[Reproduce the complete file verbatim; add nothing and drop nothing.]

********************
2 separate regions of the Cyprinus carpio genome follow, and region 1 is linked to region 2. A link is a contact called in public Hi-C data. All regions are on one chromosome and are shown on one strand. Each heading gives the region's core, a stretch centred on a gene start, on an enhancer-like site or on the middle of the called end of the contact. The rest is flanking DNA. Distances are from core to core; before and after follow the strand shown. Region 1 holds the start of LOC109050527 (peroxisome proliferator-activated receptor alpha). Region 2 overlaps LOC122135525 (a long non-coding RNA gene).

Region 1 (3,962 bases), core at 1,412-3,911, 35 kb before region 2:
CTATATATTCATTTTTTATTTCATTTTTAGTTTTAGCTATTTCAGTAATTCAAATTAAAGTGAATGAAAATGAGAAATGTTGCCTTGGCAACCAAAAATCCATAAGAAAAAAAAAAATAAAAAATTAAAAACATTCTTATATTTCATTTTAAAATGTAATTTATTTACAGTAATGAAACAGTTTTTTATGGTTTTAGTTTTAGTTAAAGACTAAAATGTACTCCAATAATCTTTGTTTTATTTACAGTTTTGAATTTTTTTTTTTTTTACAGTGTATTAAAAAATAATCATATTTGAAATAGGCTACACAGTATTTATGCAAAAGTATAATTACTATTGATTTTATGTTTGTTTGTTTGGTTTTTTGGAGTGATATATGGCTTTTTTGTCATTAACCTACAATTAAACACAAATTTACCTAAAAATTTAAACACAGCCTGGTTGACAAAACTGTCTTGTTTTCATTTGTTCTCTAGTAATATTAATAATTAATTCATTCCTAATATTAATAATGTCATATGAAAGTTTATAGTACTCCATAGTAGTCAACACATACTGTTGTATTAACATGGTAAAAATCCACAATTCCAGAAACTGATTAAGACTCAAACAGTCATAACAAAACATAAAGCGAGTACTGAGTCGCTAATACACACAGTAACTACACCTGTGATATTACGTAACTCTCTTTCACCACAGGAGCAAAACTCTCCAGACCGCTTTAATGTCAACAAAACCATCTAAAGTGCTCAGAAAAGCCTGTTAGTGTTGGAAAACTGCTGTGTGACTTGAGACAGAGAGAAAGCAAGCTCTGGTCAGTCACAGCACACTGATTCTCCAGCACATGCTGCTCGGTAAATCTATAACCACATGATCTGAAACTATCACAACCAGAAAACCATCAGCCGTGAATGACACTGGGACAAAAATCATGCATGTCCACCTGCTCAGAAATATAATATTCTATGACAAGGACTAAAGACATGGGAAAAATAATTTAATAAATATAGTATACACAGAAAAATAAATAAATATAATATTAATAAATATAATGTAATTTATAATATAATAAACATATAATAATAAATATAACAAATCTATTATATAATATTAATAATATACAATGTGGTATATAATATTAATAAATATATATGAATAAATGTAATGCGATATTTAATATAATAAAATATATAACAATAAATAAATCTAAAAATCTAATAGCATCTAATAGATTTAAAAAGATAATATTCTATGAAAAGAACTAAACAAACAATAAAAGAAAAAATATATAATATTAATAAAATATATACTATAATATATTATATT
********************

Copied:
2 separate regions of the Cyprinus carpio genome follow, and region 1 is linked to region 2. A link is a contact called in public Hi-C data. All regions are on one chromosome and are shown on one strand. Each heading gives the region's core, a stretch centred on a gene start, on an enhancer-like site or on the middle of the called end of the contact. The rest is flanking DNA. Distances are from core to core; before and after follow the strand shown. Region 1 holds the start of LOC109050527 (peroxisome proliferator-activated receptor alpha). Region 2 overlaps LOC122135525 (a long non-coding RNA gene).

Region 1 (3,962 bases), core at 1,412-3,911, 35 kb before region 2:
CTATATATTCATTTTTTATTTCATTTTTAGTTTTAGCTATTTCAGTAATTCAAATTAAAGTGAATGAAAATGAGAAATGTTGCCTTGGCAACCAAAAATCCATAAGAAAAAAAAAAATAAAAAATTAAAAACATTCTTATATTTCATTTTAAAATGTAATTTATTTACAGTAATGAAACAGTTTTTTATGGTTTTAGTTTTAGTTAAAGACTAAAATGTACTCCAATAATCTTTGTTTTATTTACAGTTTTGAATTTTTTTTTTTTTTACAGTGTATTAAAAAATAATCATATTTGAAATAGGCTACACAGTATTTATGCAAAAGTATAATTACTATTGATTTTATGTTTGTTTGTTTGGTTTTTTGGAGTGATATATGGCTTTTTTGTCATTAACCTACAATTAAACACAAATTTACCTAAAAATTTAAACACAGCCTGGTTGACAAAACTGTCTTGTTTTCATTTGTTCTCTAGTAATATTAATAATTAATTCATTCCTAATATTAATAATGTCATATGAAAGTTTATAGTACTCCATAGTAGTCAACACATACTGTTGTATTAACATGGTAAAAATCCACAATTCCAGAAACTGATTAAGACTCAAACAGTCATAACAAAACATAAAGCGAGTACTGAGTCGCTAATACACACAGTAACTACACCTGTGATATTACGTAACTCTCTTTCACCACAGGAGCAAAACTCTCCAGACCGCTTTAATGTCAACAAAACCATCTAAAGTGCTCAGAAAAGCCTGTTAGTGTTGGAAAACTGCTGTGTGACTTGAGACAGAGAGAAAGCAAGCTCTGGTCAGTCACAGCACACTGATTCTCCAGCACATGCTGCTCGGTAAATCTATAACCACATGATCTGAAACTATCACAACCAGAAAACCATCAGCCGTGAATGACACTGGGACAAAAATCATGCATGTCCACCTGCTCAGAAATATAATATTCTATGACAAGGACTAAAGACATGGGAAAAATAATTTAATAAATATAGTATACACAGAAAAATAAATAAATATAATATTAATAAATATAATGTAATTTATAATATAATAAACATATAATAATAAATATAACAAATCTATTATATAATATTAATAATATACAATGTGGTATATAATATTAATAAATATATATGAATAAATGTAATGCGATATTTAATATAATAAAATATATAACAATAAATAAATCTAAAAATCTAATAGCATCTAATAGATTTAAAAAGATAATATTCTATGAAAAGAACTAAACAAACAATAAAAGAAAAAATATATAATATTAATAAAATATATACTATAATATATTATATT